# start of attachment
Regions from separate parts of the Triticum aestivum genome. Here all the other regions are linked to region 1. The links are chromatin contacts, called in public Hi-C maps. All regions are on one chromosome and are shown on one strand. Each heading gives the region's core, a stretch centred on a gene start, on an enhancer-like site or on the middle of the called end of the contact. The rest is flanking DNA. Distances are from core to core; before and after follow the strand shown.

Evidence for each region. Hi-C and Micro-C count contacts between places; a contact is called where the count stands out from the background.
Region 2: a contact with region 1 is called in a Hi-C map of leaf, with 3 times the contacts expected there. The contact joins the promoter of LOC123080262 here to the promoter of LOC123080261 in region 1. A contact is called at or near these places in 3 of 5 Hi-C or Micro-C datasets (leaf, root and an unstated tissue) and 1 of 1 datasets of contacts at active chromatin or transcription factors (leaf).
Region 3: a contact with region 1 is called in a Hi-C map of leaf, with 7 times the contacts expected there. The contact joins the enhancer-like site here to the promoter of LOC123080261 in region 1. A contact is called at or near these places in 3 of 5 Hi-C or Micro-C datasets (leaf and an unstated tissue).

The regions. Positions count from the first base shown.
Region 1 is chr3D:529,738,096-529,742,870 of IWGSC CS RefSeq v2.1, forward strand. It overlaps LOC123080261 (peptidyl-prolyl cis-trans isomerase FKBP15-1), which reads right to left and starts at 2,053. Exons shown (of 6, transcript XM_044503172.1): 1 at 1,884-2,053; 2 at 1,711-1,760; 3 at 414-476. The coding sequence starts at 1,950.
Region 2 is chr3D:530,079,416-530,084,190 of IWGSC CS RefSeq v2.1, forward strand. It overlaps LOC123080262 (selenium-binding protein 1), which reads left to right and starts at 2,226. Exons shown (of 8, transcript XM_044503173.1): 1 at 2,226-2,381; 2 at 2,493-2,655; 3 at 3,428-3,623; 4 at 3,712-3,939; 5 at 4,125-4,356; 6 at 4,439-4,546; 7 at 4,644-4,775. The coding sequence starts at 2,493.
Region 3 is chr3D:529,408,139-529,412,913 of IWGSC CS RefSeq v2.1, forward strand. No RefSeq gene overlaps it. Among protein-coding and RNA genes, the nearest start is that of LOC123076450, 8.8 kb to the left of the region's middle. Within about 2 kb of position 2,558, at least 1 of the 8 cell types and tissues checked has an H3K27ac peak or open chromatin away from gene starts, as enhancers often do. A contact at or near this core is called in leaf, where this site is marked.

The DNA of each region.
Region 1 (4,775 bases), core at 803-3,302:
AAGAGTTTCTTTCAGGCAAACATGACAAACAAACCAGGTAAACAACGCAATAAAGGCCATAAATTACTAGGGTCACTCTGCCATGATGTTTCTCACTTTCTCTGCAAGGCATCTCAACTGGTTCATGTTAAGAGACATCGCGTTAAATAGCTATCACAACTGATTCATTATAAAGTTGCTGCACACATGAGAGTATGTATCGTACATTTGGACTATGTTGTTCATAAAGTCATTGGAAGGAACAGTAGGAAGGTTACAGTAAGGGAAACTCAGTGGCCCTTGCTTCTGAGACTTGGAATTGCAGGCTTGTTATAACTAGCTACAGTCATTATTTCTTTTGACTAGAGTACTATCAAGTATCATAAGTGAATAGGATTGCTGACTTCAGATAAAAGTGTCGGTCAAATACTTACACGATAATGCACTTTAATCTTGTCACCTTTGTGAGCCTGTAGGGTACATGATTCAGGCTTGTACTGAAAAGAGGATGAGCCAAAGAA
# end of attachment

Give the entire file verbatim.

Regions from separate parts of the Triticum aestivum genome. Here all the other regions are linked to region 1. The links are chromatin contacts, called in public Hi-C maps. All regions are on one chromosome and are shown on one strand. Each heading gives the region's core, a stretch centred on a gene start, on an enhancer-like site or on the middle of the called end of the contact. The rest is flanking DNA. Distances are from core to core; before and after follow the strand shown.

Evidence for each region. Hi-C and Micro-C count contacts between places; a contact is called where the count stands out from the background.
Region 2: a contact with region 1 is called in a Hi-C map of leaf, with 3 times the contacts expected there. The contact joins the promoter of LOC123080262 here to the promoter of LOC123080261 in region 1. A contact is called at or near these places in 3 of 5 Hi-C or Micro-C datasets (leaf, root and an unstated tissue) and 1 of 1 datasets of contacts at active chromatin or transcription factors (leaf).
Region 3: a contact with region 1 is called in a Hi-C map of leaf, with 7 times the contacts expected there. The contact joins the enhancer-like site here to the promoter of LOC123080261 in region 1. A contact is called at or near these places in 3 of 5 Hi-C or Micro-C datasets (leaf and an unstated tissue).

The regions. Positions count from the first base shown.
Region 1 is chr3D:529,738,096-529,742,870 of IWGSC CS RefSeq v2.1, forward strand. It overlaps LOC123080261 (peptidyl-prolyl cis-trans isomerase FKBP15-1), which reads right to left and starts at 2,053. Exons shown (of 6, transcript XM_044503172.1): 1 at 1,884-2,053; 2 at 1,711-1,760; 3 at 414-476. The coding sequence starts at 1,950.
Region 2 is chr3D:530,079,416-530,084,190 of IWGSC CS RefSeq v2.1, forward strand. It overlaps LOC123080262 (selenium-binding protein 1), which reads left to right and starts at 2,226. Exons shown (of 8, transcript XM_044503173.1): 1 at 2,226-2,381; 2 at 2,493-2,655; 3 at 3,428-3,623; 4 at 3,712-3,939; 5 at 4,125-4,356; 6 at 4,439-4,546; 7 at 4,644-4,775. The coding sequence starts at 2,493.
Region 3 is chr3D:529,408,139-529,412,913 of IWGSC CS RefSeq v2.1, forward strand. No RefSeq gene overlaps it. Among protein-coding and RNA genes, the nearest start is that of LOC123076450, 8.8 kb to the left of the region's middle. Within about 2 kb of position 2,558, at least 1 of the 8 cell types and tissues checked has an H3K27ac peak or open chromatin away from gene starts, as enhancers often do. A contact at or near this core is called in leaf, where this site is marked.

The DNA of each region.
Region 1 (4,775 bases), core at 803-3,302:
AAGAGTTTCTTTCAGGCAAACATGACAAACAAACCAGGTAAACAACGCAATAAAGGCCATAAATTACTAGGGTCACTCTGCCATGATGTTTCTCACTTTCTCTGCAAGGCATCTCAACTGGTTCATGTTAAGAGACATCGCGTTAAATAGCTATCACAACTGATTCATTATAAAGTTGCTGCACACATGAGAGTATGTATCGTACATTTGGACTATGTTGTTCATAAAGTCATTGGAAGGAACAGTAGGAAGGTTACAGTAAGGGAAACTCAGTGGCCCTTGCTTCTGAGACTTGGAATTGCAGGCTTGTTATAACTAGCTACAGTCATTATTTCTTTTGACTAGAGTACTATCAAGTATCATAAGTGAATAGGATTGCTGACTTCAGATAAAAGTGTCGGTCAAATACTTACACGATAATGCACTTTAATCTTGTCACCTTTGTGAGCCTGTAGGGTACATGATTCAGGCTTGTACTGAAAAGAGGATGAGCCAAAGAA